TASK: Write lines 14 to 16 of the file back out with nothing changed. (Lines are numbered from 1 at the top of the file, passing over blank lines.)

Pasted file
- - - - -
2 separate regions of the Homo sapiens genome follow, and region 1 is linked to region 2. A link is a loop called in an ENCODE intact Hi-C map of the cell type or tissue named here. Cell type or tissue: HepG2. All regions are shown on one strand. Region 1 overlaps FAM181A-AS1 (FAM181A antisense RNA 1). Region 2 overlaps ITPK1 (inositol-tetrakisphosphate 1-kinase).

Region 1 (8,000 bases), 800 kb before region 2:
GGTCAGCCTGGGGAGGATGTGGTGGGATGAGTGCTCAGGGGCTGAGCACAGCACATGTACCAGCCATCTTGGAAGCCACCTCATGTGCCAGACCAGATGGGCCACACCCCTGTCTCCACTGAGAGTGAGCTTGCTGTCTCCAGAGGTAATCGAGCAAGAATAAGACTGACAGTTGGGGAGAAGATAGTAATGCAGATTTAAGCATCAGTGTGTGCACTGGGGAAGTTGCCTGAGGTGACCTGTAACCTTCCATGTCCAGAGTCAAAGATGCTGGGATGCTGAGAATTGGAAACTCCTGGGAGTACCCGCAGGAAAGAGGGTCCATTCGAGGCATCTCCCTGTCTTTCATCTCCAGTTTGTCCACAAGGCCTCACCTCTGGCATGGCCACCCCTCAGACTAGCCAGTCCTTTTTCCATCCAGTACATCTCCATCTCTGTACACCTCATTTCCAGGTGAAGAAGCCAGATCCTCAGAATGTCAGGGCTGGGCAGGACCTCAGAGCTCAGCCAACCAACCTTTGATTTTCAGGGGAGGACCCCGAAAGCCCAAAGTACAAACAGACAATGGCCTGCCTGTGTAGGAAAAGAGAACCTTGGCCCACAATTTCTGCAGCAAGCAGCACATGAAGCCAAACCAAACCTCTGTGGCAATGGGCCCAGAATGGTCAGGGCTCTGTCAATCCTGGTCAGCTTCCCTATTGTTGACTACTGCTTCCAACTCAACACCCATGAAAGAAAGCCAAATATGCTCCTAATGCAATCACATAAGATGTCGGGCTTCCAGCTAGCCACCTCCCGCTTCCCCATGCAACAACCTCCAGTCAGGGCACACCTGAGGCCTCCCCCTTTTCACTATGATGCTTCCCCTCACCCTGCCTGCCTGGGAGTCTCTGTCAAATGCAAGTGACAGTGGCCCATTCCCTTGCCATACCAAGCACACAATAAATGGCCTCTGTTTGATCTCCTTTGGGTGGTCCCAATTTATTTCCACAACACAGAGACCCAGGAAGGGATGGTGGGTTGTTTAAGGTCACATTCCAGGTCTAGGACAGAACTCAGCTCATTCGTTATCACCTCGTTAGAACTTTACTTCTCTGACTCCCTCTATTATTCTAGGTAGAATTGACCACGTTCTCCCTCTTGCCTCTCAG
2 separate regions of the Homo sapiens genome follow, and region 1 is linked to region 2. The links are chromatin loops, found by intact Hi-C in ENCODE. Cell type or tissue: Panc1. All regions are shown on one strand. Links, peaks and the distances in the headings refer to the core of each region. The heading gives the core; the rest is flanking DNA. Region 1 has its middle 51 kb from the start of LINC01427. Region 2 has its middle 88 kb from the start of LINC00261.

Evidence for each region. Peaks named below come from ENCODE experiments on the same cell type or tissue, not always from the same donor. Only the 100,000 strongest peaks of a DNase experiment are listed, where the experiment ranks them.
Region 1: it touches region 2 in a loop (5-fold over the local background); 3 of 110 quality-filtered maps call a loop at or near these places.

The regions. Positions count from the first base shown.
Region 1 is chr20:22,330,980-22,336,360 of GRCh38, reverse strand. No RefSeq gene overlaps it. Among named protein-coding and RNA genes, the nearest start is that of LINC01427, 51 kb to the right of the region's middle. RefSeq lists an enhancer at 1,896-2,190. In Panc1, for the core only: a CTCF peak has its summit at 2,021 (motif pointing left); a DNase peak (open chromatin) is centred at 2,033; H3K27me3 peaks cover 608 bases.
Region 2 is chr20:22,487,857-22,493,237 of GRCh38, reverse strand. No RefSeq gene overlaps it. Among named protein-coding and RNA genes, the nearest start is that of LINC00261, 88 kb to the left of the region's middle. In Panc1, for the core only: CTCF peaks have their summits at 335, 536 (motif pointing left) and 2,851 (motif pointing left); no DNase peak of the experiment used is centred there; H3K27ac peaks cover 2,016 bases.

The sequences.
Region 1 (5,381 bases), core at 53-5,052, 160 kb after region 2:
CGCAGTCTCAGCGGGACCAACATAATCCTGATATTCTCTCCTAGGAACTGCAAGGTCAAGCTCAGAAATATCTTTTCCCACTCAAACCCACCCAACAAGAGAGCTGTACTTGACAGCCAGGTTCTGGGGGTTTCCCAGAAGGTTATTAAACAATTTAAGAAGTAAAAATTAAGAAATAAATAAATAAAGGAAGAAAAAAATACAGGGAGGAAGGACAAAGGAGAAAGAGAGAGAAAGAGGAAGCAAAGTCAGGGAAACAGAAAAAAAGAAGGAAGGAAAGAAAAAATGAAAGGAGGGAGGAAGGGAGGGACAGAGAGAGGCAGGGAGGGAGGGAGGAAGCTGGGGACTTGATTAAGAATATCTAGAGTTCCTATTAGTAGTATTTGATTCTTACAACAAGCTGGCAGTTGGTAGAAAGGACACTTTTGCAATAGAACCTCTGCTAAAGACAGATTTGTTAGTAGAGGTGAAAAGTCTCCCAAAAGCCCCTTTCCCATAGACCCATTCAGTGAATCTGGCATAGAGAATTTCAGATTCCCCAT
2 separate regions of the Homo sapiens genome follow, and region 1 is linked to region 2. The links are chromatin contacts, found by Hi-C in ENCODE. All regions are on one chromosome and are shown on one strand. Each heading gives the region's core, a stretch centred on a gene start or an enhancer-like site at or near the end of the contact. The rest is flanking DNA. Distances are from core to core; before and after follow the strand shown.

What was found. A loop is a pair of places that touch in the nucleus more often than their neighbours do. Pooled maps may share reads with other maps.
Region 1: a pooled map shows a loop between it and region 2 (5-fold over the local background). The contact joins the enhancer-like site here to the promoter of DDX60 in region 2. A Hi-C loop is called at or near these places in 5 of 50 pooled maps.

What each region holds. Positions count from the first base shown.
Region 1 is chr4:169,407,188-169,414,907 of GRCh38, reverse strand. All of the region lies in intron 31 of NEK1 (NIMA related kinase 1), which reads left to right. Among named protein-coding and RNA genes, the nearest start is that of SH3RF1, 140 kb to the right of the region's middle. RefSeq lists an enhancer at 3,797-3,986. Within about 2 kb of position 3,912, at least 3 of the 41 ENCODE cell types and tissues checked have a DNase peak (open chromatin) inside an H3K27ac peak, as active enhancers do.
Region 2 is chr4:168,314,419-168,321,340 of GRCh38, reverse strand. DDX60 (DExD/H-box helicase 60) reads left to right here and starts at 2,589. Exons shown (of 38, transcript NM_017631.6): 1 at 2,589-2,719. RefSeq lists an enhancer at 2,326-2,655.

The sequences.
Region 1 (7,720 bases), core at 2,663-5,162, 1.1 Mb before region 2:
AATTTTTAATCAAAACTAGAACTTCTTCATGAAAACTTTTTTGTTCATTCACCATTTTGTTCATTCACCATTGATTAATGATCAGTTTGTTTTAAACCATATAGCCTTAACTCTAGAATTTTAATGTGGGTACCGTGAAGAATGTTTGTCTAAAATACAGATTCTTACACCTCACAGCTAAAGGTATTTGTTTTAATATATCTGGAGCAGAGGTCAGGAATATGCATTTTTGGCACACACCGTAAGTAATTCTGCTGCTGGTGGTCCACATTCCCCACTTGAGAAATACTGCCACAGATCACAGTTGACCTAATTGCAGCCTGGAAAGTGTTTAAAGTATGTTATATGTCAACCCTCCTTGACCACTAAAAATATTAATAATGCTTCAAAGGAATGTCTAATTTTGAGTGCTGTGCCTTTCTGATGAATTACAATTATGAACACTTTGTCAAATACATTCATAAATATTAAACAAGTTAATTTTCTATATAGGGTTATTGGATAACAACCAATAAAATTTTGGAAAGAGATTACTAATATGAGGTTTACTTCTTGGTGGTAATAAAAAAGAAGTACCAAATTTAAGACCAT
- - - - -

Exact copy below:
What was found. A loop is a pair of places that touch in the nucleus more often than their neighbours do. Pooled maps may share reads with other maps.
Region 1: a pooled map shows a loop between it and region 2 (5-fold over the local background). The contact joins the enhancer-like site here to the promoter of DDX60 in region 2. A Hi-C loop is called at or near these places in 5 of 50 pooled maps.

What each region holds. Positions count from the first base shown.